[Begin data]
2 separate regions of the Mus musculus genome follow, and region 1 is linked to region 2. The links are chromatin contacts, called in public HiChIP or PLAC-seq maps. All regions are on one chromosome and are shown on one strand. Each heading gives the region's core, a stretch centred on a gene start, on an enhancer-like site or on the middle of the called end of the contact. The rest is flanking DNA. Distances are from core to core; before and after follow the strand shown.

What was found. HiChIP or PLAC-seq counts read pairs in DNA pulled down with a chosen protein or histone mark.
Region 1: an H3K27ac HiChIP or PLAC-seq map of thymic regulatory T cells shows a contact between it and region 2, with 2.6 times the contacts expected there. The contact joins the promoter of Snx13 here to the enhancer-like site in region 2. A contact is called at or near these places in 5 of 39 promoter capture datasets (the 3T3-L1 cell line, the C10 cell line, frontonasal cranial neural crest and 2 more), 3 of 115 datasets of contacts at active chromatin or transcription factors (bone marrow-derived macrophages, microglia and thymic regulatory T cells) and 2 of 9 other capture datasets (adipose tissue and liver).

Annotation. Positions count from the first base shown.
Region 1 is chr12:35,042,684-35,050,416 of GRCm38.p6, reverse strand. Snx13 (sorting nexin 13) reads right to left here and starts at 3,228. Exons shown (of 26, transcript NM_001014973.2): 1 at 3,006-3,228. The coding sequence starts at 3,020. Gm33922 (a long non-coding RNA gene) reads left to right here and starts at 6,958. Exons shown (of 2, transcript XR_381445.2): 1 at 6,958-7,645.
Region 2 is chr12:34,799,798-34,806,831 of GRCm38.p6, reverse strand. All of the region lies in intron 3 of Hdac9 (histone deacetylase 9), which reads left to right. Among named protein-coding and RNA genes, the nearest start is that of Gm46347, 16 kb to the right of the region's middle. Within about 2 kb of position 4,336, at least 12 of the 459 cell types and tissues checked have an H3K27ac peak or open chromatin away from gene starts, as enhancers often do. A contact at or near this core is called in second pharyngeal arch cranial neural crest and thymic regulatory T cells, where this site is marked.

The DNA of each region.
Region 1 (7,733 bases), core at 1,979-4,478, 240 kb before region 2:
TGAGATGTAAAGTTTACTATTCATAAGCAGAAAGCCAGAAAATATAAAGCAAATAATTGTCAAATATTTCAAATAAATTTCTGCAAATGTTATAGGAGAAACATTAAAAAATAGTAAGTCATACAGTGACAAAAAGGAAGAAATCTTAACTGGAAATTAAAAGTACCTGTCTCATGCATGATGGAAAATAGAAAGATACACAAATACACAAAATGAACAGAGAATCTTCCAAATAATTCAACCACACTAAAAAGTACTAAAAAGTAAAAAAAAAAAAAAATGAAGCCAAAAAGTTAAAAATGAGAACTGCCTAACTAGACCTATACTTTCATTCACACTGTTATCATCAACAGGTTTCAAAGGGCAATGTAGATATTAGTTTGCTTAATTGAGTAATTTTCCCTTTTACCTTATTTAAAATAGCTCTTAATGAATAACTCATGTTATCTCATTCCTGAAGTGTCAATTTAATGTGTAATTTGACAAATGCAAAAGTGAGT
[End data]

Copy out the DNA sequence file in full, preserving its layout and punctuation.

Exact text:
2 separate regions of the Mus musculus genome follow, and region 1 is linked to region 2. The links are chromatin contacts, called in public HiChIP or PLAC-seq maps. All regions are on one chromosome and are shown on one strand. Each heading gives the region's core, a stretch centred on a gene start, on an enhancer-like site or on the middle of the called end of the contact. The rest is flanking DNA. Distances are from core to core; before and after follow the strand shown.

What was found. HiChIP or PLAC-seq counts read pairs in DNA pulled down with a chosen protein or histone mark.
Region 1: an H3K27ac HiChIP or PLAC-seq map of thymic regulatory T cells shows a contact between it and region 2, with 2.6 times the contacts expected there. The contact joins the promoter of Snx13 here to the enhancer-like site in region 2. A contact is called at or near these places in 5 of 39 promoter capture datasets (the 3T3-L1 cell line, the C10 cell line, frontonasal cranial neural crest and 2 more), 3 of 115 datasets of contacts at active chromatin or transcription factors (bone marrow-derived macrophages, microglia and thymic regulatory T cells) and 2 of 9 other capture datasets (adipose tissue and liver).

Annotation. Positions count from the first base shown.
Region 1 is chr12:35,042,684-35,050,416 of GRCm38.p6, reverse strand. Snx13 (sorting nexin 13) reads right to left here and starts at 3,228. Exons shown (of 26, transcript NM_001014973.2): 1 at 3,006-3,228. The coding sequence starts at 3,020. Gm33922 (a long non-coding RNA gene) reads left to right here and starts at 6,958. Exons shown (of 2, transcript XR_381445.2): 1 at 6,958-7,645.
Region 2 is chr12:34,799,798-34,806,831 of GRCm38.p6, reverse strand. All of the region lies in intron 3 of Hdac9 (histone deacetylase 9), which reads left to right. Among named protein-coding and RNA genes, the nearest start is that of Gm46347, 16 kb to the right of the region's middle. Within about 2 kb of position 4,336, at least 12 of the 459 cell types and tissues checked have an H3K27ac peak or open chromatin away from gene starts, as enhancers often do. A contact at or near this core is called in second pharyngeal arch cranial neural crest and thymic regulatory T cells, where this site is marked.

The DNA of each region.
Region 1 (7,733 bases), core at 1,979-4,478, 240 kb before region 2:
TGAGATGTAAAGTTTACTATTCATAAGCAGAAAGCCAGAAAATATAAAGCAAATAATTGTCAAATATTTCAAATAAATTTCTGCAAATGTTATAGGAGAAACATTAAAAAATAGTAAGTCATACAGTGACAAAAAGGAAGAAATCTTAACTGGAAATTAAAAGTACCTGTCTCATGCATGATGGAAAATAGAAAGATACACAAATACACAAAATGAACAGAGAATCTTCCAAATAATTCAACCACACTAAAAAGTACTAAAAAGTAAAAAAAAAAAAAAATGAAGCCAAAAAGTTAAAAATGAGAACTGCCTAACTAGACCTATACTTTCATTCACACTGTTATCATCAACAGGTTTCAAAGGGCAATGTAGATATTAGTTTGCTTAATTGAGTAATTTTCCCTTTTACCTTATTTAAAATAGCTCTTAATGAATAACTCATGTTATCTCATTCCTGAAGTGTCAATTTAATGTGTAATTTGACAAATGCAAAAGTGAGT